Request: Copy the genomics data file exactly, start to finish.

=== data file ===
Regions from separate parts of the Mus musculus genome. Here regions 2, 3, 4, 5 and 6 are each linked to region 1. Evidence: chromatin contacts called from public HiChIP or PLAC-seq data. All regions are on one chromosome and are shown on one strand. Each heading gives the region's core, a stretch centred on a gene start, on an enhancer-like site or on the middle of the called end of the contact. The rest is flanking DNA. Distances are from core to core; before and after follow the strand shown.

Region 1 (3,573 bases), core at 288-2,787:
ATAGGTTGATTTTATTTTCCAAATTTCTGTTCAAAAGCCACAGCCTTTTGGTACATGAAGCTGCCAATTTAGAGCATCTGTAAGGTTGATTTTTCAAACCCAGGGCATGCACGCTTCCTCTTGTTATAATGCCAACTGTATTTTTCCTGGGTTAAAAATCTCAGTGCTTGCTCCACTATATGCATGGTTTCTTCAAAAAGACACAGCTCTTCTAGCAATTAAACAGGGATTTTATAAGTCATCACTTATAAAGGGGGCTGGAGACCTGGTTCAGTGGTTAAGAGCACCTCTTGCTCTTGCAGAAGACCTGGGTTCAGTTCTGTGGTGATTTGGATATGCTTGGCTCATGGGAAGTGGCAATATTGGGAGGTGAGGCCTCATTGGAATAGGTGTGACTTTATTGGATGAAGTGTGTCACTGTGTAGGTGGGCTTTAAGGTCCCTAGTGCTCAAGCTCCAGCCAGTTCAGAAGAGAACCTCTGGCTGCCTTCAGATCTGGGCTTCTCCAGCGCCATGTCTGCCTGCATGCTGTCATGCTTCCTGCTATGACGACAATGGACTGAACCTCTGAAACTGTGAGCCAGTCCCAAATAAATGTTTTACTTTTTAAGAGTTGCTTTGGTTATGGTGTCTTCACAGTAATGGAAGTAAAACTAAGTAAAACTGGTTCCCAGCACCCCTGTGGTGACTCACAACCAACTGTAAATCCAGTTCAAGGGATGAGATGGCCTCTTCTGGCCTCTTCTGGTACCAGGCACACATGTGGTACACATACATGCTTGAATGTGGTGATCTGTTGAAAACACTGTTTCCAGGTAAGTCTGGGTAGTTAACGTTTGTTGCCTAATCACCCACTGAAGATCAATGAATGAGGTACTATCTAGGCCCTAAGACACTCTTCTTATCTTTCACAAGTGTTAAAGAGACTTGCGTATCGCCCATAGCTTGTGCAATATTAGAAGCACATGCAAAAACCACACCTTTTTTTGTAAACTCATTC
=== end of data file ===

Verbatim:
Regions from separate parts of the Mus musculus genome. Here regions 2, 3, 4, 5 and 6 are each linked to region 1. Evidence: chromatin contacts called from public HiChIP or PLAC-seq data. All regions are on one chromosome and are shown on one strand. Each heading gives the region's core, a stretch centred on a gene start, on an enhancer-like site or on the middle of the called end of the contact. The rest is flanking DNA. Distances are from core to core; before and after follow the strand shown.

Region 1 (3,573 bases), core at 288-2,787:
ATAGGTTGATTTTATTTTCCAAATTTCTGTTCAAAAGCCACAGCCTTTTGGTACATGAAGCTGCCAATTTAGAGCATCTGTAAGGTTGATTTTTCAAACCCAGGGCATGCACGCTTCCTCTTGTTATAATGCCAACTGTATTTTTCCTGGGTTAAAAATCTCAGTGCTTGCTCCACTATATGCATGGTTTCTTCAAAAAGACACAGCTCTTCTAGCAATTAAACAGGGATTTTATAAGTCATCACTTATAAAGGGGGCTGGAGACCTGGTTCAGTGGTTAAGAGCACCTCTTGCTCTTGCAGAAGACCTGGGTTCAGTTCTGTGGTGATTTGGATATGCTTGGCTCATGGGAAGTGGCAATATTGGGAGGTGAGGCCTCATTGGAATAGGTGTGACTTTATTGGATGAAGTGTGTCACTGTGTAGGTGGGCTTTAAGGTCCCTAGTGCTCAAGCTCCAGCCAGTTCAGAAGAGAACCTCTGGCTGCCTTCAGATCTGGGCTTCTCCAGCGCCATGTCTGCCTGCATGCTGTCATGCTTCCTGCTATGACGACAATGGACTGAACCTCTGAAACTGTGAGCCAGTCCCAAATAAATGTTTTACTTTTTAAGAGTTGCTTTGGTTATGGTGTCTTCACAGTAATGGAAGTAAAACTAAGTAAAACTGGTTCCCAGCACCCCTGTGGTGACTCACAACCAACTGTAAATCCAGTTCAAGGGATGAGATGGCCTCTTCTGGCCTCTTCTGGTACCAGGCACACATGTGGTACACATACATGCTTGAATGTGGTGATCTGTTGAAAACACTGTTTCCAGGTAAGTCTGGGTAGTTAACGTTTGTTGCCTAATCACCCACTGAAGATCAATGAATGAGGTACTATCTAGGCCCTAAGACACTCTTCTTATCTTTCACAAGTGTTAAAGAGACTTGCGTATCGCCCATAGCTTGTGCAATATTAGAAGCACATGCAAAAACCACACCTTTTTTTGTAAACTCATTC